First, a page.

The track continued past the strangler fig, and then began to turn south so that it was no longer headed straight at the short escarpment that marked the western and north-western edges of the royal preserve.The mixed trees of the western edge of the woods gave way to hammurucks, a native tree traditionally associated with kings.At first Liavan simply noted that, presumably through the heavy shade cast with their large soft swathes of needle-like leaves, they discouraged the other plants, but then she found the carpet of nunquils, palest pink and blue in the shade of hammurucks so old that they were tall, squat, hollow stumps sprouting the trunk leaves of senescence.The ancient stumps marched along the track in pairs, marking what must have once been a grand approach to something.
Medication plus sleep and a bit of sun hopefully equals me actually being awake tomorrow? Am quite hazy this afternoon and still not accomplishing much but there is a discernable upward trend in my level of focus.
I've been grabbing a lot of stuff via the promos on Smart Bitches, Trashy Books (smartbitches_feed), which is overtly about romance genre, but also overlaps into all sorts of books and recs that are of interest to me, and alerts when they're on sale. So I've been reading a lot of fiction on my lunch breaks lately, and it's mostly been pretty neat stuff. The whole Broken Earth Series, starting with The Obelisk Gate, which was amazing, and heart-crushing and then hopeful again, and a book about space whale ships and how baby girls from the wrong side of the tracks manage to hijack them <3, and this latest I'm reading, And I Darken, appears to be more or less what happens when you drop a female baby drakthos in a human meat suit into the Ottoman Empire* (Her first word was literally "Mine," you guys. There's no one to teach her how to properly keep things shining, and human society is obviously not her friend, so the trainwreck is basically.... yeah. But she's not dead yet, and she's learning. And of course, it's the first of a series. I didn't notice. Argh.)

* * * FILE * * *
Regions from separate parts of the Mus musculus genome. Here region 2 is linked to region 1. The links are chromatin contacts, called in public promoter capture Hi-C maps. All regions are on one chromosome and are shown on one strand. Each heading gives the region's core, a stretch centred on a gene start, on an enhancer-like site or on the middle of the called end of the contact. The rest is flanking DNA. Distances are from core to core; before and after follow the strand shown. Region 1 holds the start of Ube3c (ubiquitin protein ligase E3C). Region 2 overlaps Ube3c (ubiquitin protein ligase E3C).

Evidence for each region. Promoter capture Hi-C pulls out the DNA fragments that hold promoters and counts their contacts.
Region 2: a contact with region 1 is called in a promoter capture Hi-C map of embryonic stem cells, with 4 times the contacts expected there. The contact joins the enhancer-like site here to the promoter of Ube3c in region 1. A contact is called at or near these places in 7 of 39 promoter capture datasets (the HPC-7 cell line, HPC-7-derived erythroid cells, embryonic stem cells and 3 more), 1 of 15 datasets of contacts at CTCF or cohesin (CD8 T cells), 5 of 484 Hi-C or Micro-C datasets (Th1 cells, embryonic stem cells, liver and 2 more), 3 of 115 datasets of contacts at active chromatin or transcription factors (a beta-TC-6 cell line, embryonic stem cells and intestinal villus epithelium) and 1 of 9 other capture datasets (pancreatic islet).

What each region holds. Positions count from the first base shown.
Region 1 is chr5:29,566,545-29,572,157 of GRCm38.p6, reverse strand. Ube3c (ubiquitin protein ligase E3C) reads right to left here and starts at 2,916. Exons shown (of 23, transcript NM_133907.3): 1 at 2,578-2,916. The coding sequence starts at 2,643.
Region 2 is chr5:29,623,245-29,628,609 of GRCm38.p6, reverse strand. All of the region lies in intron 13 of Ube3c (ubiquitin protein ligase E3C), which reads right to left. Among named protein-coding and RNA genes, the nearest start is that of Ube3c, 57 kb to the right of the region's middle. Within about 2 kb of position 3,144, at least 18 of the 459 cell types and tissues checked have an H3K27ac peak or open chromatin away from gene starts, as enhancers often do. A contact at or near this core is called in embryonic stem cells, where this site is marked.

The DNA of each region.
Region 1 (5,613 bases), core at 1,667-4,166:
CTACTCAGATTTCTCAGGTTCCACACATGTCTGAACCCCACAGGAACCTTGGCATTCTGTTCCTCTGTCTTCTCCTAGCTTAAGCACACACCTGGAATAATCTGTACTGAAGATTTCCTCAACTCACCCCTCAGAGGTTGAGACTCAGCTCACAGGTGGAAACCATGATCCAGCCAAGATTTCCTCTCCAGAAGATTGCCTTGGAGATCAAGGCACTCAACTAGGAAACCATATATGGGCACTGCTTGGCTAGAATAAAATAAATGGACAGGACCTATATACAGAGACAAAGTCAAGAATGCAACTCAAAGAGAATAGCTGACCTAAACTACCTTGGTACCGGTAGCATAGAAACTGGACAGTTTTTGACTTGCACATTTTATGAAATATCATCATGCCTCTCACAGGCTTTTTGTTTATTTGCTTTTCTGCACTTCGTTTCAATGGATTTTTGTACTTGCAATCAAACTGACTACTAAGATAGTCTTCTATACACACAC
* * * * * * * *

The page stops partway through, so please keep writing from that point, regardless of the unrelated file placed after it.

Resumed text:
Anyway. Much reading. Not much writing. A lot of editing. (Okay, I did manage to rewrite Stone vs. Luce so I at least I know what I'm writing toward, and that got interesting). But yeah, that's about it on the writing/reading end of things.
Srsly though, I need to get a grip. Going to PA tomorrow as Mom owns Easter. Took Monday off after that, because I figure I'd need it. I think we're going to Philly the weekend after that because a friend wants to hang out. I am never opposed to going to Philly. And somehow this day has flown by and I didn't do a single thing to break ground on the part of the yard I was going to move the tomatoes to. Bad me. How you doin'?
Today was a good day. I managed to sleep in, get some stuff done that I've been procrastinating on (laundry and essay work, both taking advantage of the nice weather; I hung the laundry outside and bribed myself to look at the essay by letting myself sit in the garden to do it) and then had a date with Stuart.
We determined earlier this week that we wanted to go to the movies or have a picnic or something, go out in the car some place. So he picked me up and he'd come up with a good idea: we went to the viewing park at the airport. It's a big field where you can see planes land, also see a few they have on display. There's also "British people in a field" stuff like ice cream vans and fairground rides for tiny children. It was really busy today, a sunny warm day in the middle of a long weekend. Nice to see kids running around, people admiring the planes. We had ice cream and sat in the sunshine.
And we went back to his place and watched a movie, The Spy Who Dumped Me, which I'd seen but he hadn't because it does look like it should be terrible but luckily he agreed with me that it's great. We laughed so much.
“You don’t – you can’t – you would – what would you-” Mélanie caught herself and focused very carefully on her breathing for several breaths. “Sir. Jasper.” She looked at him with wide eyes and found that his grin had stuttered into something of a worried expression. She patted his shoulder, not wanting him upset, and cleared her throat. “I’m sorry you, you, ah, you caught me by surprise. What did you mean – what-”